A platter of delicious food can uplift a person's dull mood. If you take a look around you, you will notice that the happiest people are those who treat themselves to the tastiest delicacies. Now would that make people with diabetes, the grumpiest of them all? Absolutely not!
Diwali is closing in fast and we are set in the mood for a celebration. It's time for crackers, fireworks, meeting friends, festivities, sweets, get togethers and sweets. Often we find that we indulge excessively in sweets on Diwali. After the festive season is through, we find that people are required to go on a diet to shed the excess pounds.
According to the journal Cancer Research, Type 2 diabetes and other problems associated with the condition, likely raise the risk of developing liver cancer. In October 2016 scientists at the American Cancer Society in Atlanta and several other research facilities in the United States and the United Kingdom, reported the results of their study linking Type 2 diabetes to liver cancer. The rate of liver cancer in the United States is three times what it was in 1975. Obesity and Type 2 diabetes have followed the same trend. Could there be a connection?
If you have received a diagnosis of Type 2 diabetes and lowering your blood sugar levels and achieving weight loss are top of your list of things to do, please know eating healthily has got to be a daily commitment. You cannot be passive towards your condition and expect it to treat itself. You can hope as much as you like, but Type 2 diabetes does not go away without consistent effort. And people who do not control their Type 2 diabetes have chronically elevated blood sugar levels. There is no cure for Type 2 diabetes, although it can be managed and the various complications avoided.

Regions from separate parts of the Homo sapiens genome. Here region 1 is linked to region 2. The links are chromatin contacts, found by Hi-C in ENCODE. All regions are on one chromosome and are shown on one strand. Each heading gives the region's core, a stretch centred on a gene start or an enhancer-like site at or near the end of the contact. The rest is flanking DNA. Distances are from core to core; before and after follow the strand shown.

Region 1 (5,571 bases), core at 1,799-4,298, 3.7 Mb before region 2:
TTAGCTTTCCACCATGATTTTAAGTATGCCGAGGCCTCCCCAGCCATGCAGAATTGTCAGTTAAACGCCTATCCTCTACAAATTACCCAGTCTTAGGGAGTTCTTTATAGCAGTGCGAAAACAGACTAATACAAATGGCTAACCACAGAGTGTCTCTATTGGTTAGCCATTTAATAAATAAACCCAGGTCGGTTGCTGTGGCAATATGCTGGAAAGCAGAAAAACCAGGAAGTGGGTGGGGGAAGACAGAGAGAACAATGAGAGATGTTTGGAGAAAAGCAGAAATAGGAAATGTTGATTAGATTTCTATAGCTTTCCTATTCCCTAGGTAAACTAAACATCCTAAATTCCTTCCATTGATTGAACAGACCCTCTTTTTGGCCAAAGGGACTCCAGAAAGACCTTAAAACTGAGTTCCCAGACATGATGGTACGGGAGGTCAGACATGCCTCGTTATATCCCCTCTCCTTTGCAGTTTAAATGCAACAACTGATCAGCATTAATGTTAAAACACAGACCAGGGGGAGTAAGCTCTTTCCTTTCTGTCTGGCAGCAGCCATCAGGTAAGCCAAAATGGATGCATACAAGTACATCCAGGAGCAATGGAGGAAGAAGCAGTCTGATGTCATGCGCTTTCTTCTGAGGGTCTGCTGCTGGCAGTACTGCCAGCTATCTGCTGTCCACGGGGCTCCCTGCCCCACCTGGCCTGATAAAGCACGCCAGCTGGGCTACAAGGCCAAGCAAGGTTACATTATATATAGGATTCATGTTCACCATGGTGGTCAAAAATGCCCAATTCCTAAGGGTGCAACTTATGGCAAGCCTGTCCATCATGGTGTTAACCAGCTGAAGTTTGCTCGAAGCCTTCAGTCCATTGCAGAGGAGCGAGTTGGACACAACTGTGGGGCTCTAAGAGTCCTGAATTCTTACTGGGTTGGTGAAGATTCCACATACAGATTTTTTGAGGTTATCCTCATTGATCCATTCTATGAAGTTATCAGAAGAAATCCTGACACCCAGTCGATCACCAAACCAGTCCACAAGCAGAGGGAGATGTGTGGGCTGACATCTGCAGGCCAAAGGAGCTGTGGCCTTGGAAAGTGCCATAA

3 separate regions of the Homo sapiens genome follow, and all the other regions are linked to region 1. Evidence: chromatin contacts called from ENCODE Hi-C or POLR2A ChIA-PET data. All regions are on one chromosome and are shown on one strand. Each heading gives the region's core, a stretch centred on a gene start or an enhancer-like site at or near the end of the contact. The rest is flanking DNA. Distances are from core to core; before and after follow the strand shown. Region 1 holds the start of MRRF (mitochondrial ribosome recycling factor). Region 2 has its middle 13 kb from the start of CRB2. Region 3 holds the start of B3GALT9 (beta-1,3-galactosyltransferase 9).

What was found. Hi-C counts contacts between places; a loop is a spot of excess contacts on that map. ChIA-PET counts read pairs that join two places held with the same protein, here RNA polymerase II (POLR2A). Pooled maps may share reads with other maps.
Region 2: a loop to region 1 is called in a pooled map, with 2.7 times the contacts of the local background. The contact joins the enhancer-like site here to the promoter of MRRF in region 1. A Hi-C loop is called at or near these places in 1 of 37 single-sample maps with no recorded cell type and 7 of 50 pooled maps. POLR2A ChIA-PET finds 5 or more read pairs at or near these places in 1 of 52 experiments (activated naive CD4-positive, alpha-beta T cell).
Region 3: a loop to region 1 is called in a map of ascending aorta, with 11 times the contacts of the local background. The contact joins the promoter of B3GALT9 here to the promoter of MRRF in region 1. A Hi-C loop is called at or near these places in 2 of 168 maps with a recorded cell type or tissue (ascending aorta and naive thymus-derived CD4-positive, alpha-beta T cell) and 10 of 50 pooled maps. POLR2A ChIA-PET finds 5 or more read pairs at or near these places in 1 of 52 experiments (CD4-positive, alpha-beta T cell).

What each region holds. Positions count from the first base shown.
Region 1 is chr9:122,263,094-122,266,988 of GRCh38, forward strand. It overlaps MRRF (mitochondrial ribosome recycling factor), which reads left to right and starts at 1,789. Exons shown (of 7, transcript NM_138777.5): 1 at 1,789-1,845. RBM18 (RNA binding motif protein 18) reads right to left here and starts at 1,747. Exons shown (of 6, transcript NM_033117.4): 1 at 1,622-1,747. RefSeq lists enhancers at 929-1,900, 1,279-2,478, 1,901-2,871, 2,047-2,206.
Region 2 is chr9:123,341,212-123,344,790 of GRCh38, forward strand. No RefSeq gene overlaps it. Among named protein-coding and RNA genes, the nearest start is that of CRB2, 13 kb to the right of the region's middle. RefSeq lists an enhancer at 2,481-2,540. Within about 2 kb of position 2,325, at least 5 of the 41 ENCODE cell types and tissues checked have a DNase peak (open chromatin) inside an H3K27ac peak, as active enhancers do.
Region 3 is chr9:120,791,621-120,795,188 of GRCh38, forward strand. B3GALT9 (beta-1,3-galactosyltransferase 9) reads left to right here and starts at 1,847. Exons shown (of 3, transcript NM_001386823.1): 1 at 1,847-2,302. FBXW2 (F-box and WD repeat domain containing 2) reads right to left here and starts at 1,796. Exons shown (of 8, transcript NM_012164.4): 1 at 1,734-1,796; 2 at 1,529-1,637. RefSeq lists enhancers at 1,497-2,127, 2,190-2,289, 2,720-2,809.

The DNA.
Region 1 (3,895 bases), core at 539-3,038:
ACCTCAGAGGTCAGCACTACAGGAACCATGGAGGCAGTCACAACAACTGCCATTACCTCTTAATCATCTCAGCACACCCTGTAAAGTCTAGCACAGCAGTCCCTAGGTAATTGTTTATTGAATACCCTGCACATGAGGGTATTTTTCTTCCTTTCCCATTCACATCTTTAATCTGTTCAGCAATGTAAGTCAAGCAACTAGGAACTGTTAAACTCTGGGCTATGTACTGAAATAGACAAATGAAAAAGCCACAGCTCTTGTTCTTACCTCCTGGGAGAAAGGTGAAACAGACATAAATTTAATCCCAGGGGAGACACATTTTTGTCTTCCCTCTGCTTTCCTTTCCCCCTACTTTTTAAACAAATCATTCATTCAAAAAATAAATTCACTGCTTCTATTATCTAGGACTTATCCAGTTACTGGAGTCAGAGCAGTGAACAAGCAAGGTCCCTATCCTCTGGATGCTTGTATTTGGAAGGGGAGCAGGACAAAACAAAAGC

Pre-diabetes is a medical condition, in which blood sugar level is higher than normal but not yet high enough to be classified as type-2 diabetes. Without intervention, it is likely to become type-2 diabetes in 10 years or less. Pre-diabetes can be an opportunity for one to improve one's health. However, its progression to type-2 diabetes isn't inevitable if effective intervention is instituted.
If you are hoping to maximize your fat loss results, one subject you may want to give some consideration to is resistant starch. What is this type of starch? As the name suggests, it is a type of starch that tends to be resistant to digestion. Your body will not break the starch down like regular starch: it tends to pass through the body and become excreted. Resistant starch is good news for you for two reasons. First, it doesn't impact your blood sugar levels as much. If you are not breaking the food down, this means it is not broken down into glucose and is not going to spike your blood sugar levels.
Insulin is a hormone that is produced by pancreas, which allows cells to use glucose (sugar) as energy. People with insulin resistance have cells that don't use insulin effectively, which means the cells have trouble absorbing glucose. The diminished ability of cells to respond to the action of insulin in transporting glucose (sugar) from the bloodstream into muscle and other tissues results in a build-up of glucose in the blood. As a result, the body needs higher levels of insulin to help glucose enter cells. The pancreas tries to keep up with this increased demand for insulin by producing more. As long as it is able to produce enough insulin to overcome the insulin resistance, blood glucose levels stay in the healthy range.